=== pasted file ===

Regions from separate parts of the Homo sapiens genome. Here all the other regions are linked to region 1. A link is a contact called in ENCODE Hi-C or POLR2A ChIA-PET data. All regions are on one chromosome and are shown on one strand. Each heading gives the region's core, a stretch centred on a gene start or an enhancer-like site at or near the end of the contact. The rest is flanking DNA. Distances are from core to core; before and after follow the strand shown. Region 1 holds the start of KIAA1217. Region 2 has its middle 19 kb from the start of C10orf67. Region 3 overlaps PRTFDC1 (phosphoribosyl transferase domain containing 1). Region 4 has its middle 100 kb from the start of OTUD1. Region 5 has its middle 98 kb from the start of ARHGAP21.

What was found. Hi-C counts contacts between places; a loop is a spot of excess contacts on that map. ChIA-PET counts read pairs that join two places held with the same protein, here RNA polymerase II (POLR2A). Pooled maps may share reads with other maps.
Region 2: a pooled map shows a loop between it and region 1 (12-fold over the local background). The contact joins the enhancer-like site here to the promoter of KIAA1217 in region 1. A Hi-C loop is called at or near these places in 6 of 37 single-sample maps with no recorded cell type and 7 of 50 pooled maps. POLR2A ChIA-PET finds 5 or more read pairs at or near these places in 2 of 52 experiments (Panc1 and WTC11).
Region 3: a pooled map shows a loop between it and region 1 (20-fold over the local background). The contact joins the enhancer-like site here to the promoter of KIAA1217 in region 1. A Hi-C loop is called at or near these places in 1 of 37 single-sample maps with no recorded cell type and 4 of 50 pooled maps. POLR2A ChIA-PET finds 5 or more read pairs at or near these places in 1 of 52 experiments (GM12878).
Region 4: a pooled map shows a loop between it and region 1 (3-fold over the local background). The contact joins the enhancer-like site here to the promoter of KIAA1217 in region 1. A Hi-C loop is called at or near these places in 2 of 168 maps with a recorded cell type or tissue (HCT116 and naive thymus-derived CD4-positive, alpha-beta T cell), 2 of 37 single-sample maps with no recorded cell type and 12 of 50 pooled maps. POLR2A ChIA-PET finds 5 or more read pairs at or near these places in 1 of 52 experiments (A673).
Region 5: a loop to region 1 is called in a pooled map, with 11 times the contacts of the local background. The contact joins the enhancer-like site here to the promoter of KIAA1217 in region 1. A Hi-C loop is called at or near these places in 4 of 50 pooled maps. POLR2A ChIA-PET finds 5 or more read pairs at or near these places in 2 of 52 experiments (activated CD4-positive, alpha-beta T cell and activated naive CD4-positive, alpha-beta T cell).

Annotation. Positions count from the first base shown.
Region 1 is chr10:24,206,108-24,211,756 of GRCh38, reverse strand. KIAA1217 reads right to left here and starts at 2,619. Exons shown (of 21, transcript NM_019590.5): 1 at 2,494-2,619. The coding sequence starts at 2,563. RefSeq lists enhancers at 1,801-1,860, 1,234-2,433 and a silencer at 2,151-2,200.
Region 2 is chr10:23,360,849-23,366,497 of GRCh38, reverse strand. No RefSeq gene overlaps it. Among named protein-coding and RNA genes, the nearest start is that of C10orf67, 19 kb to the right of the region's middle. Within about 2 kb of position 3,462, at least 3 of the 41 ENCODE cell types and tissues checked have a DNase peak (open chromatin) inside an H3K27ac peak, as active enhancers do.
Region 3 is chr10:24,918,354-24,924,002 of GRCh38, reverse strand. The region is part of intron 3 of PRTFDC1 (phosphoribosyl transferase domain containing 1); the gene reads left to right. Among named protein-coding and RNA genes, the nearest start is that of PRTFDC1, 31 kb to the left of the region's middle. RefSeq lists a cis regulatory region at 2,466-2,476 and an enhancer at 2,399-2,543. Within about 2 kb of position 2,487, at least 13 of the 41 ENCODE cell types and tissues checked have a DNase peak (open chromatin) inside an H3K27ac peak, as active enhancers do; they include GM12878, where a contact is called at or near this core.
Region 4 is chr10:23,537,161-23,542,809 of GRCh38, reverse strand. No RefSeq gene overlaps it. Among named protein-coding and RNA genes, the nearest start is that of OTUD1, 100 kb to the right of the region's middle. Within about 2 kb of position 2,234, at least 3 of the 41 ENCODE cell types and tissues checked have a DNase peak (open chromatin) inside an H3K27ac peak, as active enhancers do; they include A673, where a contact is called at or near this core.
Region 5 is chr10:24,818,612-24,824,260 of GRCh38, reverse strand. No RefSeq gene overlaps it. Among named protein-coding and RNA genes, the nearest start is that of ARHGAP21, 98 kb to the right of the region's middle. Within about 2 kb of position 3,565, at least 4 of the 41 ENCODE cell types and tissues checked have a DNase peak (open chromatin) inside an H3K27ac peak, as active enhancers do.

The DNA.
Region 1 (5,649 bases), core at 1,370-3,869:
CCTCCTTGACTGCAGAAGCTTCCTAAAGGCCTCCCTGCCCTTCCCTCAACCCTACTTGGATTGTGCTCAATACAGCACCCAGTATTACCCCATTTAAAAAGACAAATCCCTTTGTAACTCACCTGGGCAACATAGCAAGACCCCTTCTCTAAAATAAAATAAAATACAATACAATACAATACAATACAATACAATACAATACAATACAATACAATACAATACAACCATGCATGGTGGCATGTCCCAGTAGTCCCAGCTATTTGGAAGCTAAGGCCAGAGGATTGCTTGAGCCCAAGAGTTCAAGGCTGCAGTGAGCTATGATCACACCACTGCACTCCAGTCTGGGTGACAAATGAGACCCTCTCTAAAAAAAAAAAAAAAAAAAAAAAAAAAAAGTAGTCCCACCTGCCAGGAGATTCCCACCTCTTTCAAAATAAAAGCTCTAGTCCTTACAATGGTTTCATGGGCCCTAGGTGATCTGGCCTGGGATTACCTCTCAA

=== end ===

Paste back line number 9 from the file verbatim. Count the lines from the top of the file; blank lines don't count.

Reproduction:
Region 2 is chr10:23,360,849-23,366,497 of GRCh38, reverse strand. No RefSeq gene overlaps it. Among named protein-coding and RNA genes, the nearest start is that of C10orf67, 19 kb to the right of the region's middle. Within about 2 kb of position 3,462, at least 3 of the 41 ENCODE cell types and tissues checked have a DNase peak (open chromatin) inside an H3K27ac peak, as active enhancers do.